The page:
I am a carb freak. The circumference of my thighs can be directly attributed to the prolific basil plant, cheap pecorino at the nearby Italian market, & pasta. I started a carb revolution a few months back with the purchase of an awesome book (Peter Reinhart's Whole Grain Bread's) and the commitment to only use whole grain flour. The half bag of white flour in the pantry is being saved for Christmas cookies, & if I can't master the whole grain version by then, pannetone. I have made several different loaves of the ones in this book, & yesterday it was bagels.

Mini Me loves to help me in the kitchen & I find ways to have her help me with the bread. My lung disease keeps me mostly housebound during these sweltering months, and baking has provided us an outlet for our boredom. A new friend of mine, Tika, & her daughter Gabby, came over for a playdate yesterday. Before they left Gabby & Mini Me helped me add sunflower seeds to the dough & roll out the bagels. I wish I thought to take a picture of them but I am new at all this, & I think supervising two preschoolers with massive available amounts of flour is sufficiently ambitious. This is Mini Me supervising the mixer, however...

Biggie can't quite bring himself to love the bagels. This batch is exactly what he requested, sunflower seeds & salt. Yet, he says they need to rise more. He says I'm doing something wrong when I boil them. Let me just say that I know quite well how lucky he is to have a wife that bakes homemade bread several times a week and somehow manages not to bash him one when he even slightly wrinkles his nose about it. Bear with him. He's Italian. If it doesn't have copious amounts of something bad for him, it's not worth his time. I promise. I will not let him get to me. This is all part of my passive aggressive way to his heart, by keeping it healthy, through his stomach.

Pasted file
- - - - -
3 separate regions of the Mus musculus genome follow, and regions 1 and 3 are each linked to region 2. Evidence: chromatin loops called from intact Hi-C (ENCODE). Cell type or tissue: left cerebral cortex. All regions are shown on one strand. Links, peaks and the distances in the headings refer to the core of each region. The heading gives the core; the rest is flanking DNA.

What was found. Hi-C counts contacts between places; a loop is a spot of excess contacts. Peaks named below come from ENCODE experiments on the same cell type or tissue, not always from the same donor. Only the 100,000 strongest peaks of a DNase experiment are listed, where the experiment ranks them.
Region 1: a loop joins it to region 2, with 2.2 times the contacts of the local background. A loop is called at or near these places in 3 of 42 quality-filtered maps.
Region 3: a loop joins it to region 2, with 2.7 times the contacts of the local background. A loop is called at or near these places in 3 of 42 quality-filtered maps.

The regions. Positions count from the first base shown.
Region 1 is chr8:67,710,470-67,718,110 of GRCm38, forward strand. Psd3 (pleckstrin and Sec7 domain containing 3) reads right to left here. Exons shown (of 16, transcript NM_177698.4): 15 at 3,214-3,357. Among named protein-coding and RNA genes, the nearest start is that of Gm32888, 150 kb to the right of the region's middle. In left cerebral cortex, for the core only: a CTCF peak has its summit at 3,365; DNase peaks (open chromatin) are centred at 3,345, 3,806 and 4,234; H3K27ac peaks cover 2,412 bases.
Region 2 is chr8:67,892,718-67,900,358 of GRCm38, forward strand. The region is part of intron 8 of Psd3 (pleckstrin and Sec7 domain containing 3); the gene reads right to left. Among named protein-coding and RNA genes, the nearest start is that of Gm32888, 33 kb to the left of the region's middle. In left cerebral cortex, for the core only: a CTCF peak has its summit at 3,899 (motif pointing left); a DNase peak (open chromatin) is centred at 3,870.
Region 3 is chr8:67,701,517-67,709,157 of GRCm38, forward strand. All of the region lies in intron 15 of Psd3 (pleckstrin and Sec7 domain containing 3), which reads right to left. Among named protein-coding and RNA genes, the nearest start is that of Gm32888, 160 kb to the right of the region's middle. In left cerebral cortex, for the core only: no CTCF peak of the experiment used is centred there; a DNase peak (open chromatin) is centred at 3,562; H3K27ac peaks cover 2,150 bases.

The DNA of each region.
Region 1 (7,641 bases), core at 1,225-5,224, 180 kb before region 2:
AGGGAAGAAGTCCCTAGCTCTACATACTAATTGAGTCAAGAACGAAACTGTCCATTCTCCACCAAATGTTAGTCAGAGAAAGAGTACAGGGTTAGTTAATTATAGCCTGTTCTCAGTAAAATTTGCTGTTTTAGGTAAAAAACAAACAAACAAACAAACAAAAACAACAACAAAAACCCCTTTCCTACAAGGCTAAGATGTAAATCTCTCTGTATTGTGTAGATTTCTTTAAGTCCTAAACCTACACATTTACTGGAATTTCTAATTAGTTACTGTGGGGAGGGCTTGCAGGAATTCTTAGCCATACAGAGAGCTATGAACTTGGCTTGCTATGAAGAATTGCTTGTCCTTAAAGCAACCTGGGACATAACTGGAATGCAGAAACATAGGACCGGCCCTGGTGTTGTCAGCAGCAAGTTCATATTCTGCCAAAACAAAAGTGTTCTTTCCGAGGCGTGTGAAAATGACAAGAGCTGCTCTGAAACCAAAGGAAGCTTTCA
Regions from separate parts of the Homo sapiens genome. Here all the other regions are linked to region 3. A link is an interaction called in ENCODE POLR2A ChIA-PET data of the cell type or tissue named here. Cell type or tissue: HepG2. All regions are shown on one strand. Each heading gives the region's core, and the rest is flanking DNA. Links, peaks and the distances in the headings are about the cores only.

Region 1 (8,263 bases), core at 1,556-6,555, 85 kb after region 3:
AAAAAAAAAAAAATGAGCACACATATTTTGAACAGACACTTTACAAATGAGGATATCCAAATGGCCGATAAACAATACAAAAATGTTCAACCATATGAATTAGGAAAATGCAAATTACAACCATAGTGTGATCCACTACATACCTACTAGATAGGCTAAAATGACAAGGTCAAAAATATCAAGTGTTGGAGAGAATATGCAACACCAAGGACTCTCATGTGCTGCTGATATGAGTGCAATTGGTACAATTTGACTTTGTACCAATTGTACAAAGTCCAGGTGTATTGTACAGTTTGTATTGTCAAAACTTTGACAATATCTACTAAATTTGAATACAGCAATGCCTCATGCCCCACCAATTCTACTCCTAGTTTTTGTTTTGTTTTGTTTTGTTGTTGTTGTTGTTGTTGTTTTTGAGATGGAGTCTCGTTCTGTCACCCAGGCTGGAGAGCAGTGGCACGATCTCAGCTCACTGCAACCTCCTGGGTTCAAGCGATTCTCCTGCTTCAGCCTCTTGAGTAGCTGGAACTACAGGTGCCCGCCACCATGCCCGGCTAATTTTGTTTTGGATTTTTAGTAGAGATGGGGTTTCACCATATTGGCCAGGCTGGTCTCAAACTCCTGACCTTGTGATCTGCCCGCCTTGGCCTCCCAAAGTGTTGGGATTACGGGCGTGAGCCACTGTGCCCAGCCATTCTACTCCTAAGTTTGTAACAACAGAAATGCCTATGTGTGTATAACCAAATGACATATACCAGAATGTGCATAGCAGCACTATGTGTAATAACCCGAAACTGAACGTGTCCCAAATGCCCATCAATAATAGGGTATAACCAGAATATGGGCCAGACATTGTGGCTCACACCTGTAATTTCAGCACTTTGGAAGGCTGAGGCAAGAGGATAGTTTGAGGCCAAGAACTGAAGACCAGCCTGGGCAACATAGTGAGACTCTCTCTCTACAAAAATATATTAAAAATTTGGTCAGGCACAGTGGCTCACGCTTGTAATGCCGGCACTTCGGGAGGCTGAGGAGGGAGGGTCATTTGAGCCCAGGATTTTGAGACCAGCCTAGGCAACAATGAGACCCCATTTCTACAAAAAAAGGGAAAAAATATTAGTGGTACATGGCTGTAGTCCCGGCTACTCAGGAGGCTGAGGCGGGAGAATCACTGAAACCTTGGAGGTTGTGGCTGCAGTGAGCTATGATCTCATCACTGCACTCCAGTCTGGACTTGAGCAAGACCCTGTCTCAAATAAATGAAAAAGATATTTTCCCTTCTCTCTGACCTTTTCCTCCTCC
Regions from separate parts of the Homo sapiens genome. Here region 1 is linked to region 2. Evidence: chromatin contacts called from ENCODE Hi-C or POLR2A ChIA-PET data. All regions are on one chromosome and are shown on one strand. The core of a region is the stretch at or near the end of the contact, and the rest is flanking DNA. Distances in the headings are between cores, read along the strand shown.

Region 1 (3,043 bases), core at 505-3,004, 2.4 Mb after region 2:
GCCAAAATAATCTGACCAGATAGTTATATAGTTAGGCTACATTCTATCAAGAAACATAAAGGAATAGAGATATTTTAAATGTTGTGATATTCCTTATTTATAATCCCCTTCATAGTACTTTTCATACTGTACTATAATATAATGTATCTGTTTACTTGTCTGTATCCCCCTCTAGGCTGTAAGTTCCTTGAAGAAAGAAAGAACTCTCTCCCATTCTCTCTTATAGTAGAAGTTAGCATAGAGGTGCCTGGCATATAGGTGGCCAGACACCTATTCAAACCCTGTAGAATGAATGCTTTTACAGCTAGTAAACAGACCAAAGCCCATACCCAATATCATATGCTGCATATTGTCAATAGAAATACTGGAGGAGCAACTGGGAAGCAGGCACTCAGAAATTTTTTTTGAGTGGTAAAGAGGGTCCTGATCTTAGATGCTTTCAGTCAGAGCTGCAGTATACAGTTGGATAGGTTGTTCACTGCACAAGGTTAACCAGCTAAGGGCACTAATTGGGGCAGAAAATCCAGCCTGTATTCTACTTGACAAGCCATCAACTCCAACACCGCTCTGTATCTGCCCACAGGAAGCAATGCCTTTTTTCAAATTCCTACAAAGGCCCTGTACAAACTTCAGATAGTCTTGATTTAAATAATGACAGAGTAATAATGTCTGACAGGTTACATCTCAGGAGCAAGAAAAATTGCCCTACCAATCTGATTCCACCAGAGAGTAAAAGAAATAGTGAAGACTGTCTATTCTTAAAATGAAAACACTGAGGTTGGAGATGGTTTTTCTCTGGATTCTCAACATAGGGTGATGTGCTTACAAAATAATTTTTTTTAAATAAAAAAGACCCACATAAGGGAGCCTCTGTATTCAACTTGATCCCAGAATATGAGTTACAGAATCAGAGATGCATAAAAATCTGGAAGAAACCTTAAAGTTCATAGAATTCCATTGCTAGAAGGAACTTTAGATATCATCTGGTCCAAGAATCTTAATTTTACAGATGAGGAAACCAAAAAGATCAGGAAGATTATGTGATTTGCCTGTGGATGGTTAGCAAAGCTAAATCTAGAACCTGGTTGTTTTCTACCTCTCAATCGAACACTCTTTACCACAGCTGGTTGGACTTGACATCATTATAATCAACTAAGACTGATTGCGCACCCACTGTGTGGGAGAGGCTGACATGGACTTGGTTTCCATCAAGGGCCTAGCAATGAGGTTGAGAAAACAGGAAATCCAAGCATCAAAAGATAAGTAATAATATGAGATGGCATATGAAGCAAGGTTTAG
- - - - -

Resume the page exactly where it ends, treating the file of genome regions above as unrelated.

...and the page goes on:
And this is a final product shot. There are only three left today, when there were seven yesterday. Next I will make whiny man some raisin ones.

Thursday, September 11, 2008

My Pudding...

I've been wracking the net over the last few days trying to do some research for my mom. She is struggling with this ridiculous email she got about Obama. She asked me to research it. The most ridiculous thing in the email is saying that there isn't any proof that he's a christian.